Some OSHA regulations
Not one OSHA regulation applies. this isn't America. We have standards which I- having worked with a number of American safety-responsible personnel - think are generally tighter. Those standards are designed by the Health And Safety Executuve and are enforced with the power of the criminal law. Directors of companies do get jailed for breaches on occasion, and HSE inspectors who achieve that are very happy to have achieved it.
In other parts of the world evidence is always
Let me guess - you're an American?
It's the way that you think there is a single place called "the rest of the world", and that it is a homogeneous, uniform place defined by it's not being America. Hint: there is human variation outside your experience of your home country. (Actually, there is probably more variation in your home country than you are aware. How many of your country's native languages can you at least read?)
The big problem is that most of the mid atlantic ridge is REALLY DEEP.
... and devoid of effective traps.
Yes, people have looked. Seismic is cheap, particularly if academics pay to shoot it, and then release the results.
Now if the Hydrogen is near one of the Islands on the mid atlantic ridge then it could be reachable.
Volcanic islands are above sea-level ("Doh!"), but are built up in layers by eruptions from a more-or less central vent. Try working out a way to do that which doesn't have, on average, beds of contrasting ages inclined to the vertical. The geometry doesn't allow for it.
So you're going to have a really severe problem accumulating large amounts of hydrogen in one place.
Finding a good natural example of a common rock type that is impervious to hydrogen on a time scale of a few tens or hundreds of thousands of years would be a necessary novelty too. Hydrogen is damned good at finding leaks in machined products, let alone natural products.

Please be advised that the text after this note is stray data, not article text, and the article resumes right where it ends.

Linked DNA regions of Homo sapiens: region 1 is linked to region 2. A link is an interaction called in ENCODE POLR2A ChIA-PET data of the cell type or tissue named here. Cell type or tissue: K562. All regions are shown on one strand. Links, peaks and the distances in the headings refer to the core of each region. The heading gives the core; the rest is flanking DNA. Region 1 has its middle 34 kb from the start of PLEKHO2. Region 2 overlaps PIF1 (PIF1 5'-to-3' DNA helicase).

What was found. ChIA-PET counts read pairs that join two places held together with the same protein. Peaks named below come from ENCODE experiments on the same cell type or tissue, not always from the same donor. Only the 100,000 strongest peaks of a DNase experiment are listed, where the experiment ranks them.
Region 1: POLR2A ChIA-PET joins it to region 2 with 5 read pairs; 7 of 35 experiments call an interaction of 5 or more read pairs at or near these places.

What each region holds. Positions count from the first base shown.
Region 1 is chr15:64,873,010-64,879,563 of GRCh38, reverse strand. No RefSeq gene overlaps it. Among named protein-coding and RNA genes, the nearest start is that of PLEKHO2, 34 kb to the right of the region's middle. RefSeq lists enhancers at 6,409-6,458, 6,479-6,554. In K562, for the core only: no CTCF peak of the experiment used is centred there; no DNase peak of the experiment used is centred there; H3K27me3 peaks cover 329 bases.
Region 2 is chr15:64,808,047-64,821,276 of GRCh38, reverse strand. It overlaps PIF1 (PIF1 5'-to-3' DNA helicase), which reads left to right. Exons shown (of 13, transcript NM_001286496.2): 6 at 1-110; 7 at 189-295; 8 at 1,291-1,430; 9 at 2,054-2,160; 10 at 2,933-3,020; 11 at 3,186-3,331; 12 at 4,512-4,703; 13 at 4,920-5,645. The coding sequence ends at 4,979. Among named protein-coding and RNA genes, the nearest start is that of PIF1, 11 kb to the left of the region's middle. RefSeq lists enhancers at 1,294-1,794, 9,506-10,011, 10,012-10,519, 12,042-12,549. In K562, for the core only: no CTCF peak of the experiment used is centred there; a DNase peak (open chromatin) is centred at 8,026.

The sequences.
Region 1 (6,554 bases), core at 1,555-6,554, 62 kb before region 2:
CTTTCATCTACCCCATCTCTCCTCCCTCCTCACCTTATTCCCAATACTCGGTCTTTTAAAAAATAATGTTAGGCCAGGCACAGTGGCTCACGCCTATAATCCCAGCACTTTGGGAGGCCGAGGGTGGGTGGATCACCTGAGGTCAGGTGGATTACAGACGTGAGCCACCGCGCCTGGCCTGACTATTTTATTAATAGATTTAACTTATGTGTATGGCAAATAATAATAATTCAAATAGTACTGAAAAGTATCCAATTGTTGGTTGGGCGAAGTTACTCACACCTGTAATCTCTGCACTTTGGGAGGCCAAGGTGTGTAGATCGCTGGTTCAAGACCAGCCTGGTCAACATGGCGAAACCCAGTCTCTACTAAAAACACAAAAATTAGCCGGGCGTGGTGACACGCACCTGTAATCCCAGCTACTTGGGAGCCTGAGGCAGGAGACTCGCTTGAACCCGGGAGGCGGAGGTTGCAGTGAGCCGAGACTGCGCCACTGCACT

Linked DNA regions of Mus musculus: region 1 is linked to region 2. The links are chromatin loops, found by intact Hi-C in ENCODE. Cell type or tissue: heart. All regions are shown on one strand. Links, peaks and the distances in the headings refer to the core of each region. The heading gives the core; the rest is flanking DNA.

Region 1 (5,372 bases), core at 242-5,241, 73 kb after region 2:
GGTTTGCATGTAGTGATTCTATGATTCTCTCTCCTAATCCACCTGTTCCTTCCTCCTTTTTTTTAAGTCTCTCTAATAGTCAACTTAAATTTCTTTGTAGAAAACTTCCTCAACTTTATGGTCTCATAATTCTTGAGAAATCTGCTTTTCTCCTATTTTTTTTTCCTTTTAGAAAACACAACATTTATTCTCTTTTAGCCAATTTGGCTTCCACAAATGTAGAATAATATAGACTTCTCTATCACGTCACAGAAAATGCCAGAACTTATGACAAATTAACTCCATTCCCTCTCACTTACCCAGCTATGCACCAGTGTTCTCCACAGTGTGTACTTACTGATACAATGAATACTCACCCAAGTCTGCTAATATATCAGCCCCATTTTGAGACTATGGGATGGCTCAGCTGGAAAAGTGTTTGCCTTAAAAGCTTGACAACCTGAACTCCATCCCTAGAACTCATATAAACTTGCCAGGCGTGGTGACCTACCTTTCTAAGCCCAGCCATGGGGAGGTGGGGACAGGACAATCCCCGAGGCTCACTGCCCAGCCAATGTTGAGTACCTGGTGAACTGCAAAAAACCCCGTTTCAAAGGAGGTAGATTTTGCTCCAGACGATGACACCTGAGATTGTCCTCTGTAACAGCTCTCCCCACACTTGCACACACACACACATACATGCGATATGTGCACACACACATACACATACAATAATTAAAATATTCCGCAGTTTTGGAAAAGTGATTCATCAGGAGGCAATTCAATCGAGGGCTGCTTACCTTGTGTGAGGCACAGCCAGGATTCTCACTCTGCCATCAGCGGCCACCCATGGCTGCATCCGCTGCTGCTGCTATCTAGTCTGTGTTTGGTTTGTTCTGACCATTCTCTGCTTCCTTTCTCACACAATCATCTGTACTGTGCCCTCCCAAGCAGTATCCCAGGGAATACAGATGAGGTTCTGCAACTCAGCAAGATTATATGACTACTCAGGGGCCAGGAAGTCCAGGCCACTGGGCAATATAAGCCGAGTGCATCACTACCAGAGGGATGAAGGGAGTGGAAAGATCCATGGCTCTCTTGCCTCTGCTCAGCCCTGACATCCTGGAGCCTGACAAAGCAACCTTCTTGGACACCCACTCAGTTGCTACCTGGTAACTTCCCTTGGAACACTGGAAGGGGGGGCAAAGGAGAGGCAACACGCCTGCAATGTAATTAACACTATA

Regardless of the ultimate origin of the fluids, unless you've got an incredibly prolific point source, you also need the correct interplay of vertical (pressure-driven) and horizontal transport of your fluid into a trapping structure in order to get a commercially viable fuel reservoir. You also need the fuel generation, transport, deposition of the trapping formation and formation of the trap to happen in the correct time relationship. Which is why many seismic ("echo-sounding") structures which are identified from the surface turn out to be barren of fuel accumulations, though they may have evidence (bitumen, hydrocarbon trapped in fluid inclusions in authigenic mineral overgrowths) of having had fuels pass through them in the past
Nobody with a financial clue spends today's private money exploring for stuff they won't be digging up and selling for decades.
Unless of course, your discovery/ appraisal/ construction/ exploitation cycle is decades long. Which inlcudes, for example, deepwater (*) hydrocarbon deposits in remote (**) regions. In which case, I've been watching around $800 million be spent before the oil industry's current tanking.
(*) 1.5km water depth and deeper
(**) no refining/ processing facilities within 750 km or 2 national boundaries.
Not really sure where you got that from. Dinosaurs are descended from fish. You could say "humansd are fish" too,
but descended from doesn't mean we are one by any common definition of "fish"
I do point out that the context that I am talking is the terminology of cladistics. Which, being logical, will eventually take over.
Osteichthyes (colloq. bony fish even though it includes things not called fish)
... such as elephants, titanosaur dinosaurs, whales, avian dinosaurs and Ken Ham.
We also have jaws, which crucially hagfish do not.
I did actually use the term "gnathostome" in one of my drafts of that sentence. The details of those less-derived parts of the vertebrate phylogeny are still a bit unsure in terms of what order things happened.
whereas colloquial classifications are unlikely ever to